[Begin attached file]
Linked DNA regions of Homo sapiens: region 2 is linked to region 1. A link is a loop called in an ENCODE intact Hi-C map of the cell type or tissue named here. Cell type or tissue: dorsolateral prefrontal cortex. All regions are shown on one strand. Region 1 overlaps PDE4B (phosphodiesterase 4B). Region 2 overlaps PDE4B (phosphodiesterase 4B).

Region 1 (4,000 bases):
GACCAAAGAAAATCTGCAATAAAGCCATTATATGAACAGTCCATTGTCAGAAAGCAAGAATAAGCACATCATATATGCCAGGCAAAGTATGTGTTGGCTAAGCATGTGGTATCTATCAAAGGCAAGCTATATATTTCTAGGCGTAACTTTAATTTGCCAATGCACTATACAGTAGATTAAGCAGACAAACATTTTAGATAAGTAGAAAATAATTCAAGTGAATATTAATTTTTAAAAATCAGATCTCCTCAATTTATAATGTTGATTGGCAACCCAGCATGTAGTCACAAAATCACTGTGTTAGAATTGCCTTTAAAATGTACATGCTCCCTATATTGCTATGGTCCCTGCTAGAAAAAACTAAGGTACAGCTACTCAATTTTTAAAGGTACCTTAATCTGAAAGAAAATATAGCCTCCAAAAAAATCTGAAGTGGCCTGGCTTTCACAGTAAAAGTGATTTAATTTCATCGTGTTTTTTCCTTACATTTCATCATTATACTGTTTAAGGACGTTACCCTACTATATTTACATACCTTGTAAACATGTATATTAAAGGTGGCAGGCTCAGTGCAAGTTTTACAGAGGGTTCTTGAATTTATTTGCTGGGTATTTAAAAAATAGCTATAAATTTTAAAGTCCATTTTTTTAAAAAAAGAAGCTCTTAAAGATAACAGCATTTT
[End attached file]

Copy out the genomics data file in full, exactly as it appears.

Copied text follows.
Linked DNA regions of Homo sapiens: region 2 is linked to region 1. A link is a loop called in an ENCODE intact Hi-C map of the cell type or tissue named here. Cell type or tissue: dorsolateral prefrontal cortex. All regions are shown on one strand. Region 1 overlaps PDE4B (phosphodiesterase 4B). Region 2 overlaps PDE4B (phosphodiesterase 4B).

Region 1 (4,000 bases):
GACCAAAGAAAATCTGCAATAAAGCCATTATATGAACAGTCCATTGTCAGAAAGCAAGAATAAGCACATCATATATGCCAGGCAAAGTATGTGTTGGCTAAGCATGTGGTATCTATCAAAGGCAAGCTATATATTTCTAGGCGTAACTTTAATTTGCCAATGCACTATACAGTAGATTAAGCAGACAAACATTTTAGATAAGTAGAAAATAATTCAAGTGAATATTAATTTTTAAAAATCAGATCTCCTCAATTTATAATGTTGATTGGCAACCCAGCATGTAGTCACAAAATCACTGTGTTAGAATTGCCTTTAAAATGTACATGCTCCCTATATTGCTATGGTCCCTGCTAGAAAAAACTAAGGTACAGCTACTCAATTTTTAAAGGTACCTTAATCTGAAAGAAAATATAGCCTCCAAAAAAATCTGAAGTGGCCTGGCTTTCACAGTAAAAGTGATTTAATTTCATCGTGTTTTTTCCTTACATTTCATCATTATACTGTTTAAGGACGTTACCCTACTATATTTACATACCTTGTAAACATGTATATTAAAGGTGGCAGGCTCAGTGCAAGTTTTACAGAGGGTTCTTGAATTTATTTGCTGGGTATTTAAAAAATAGCTATAAATTTTAAAGTCCATTTTTTTAAAAAAAGAAGCTCTTAAAGATAACAGCATTTT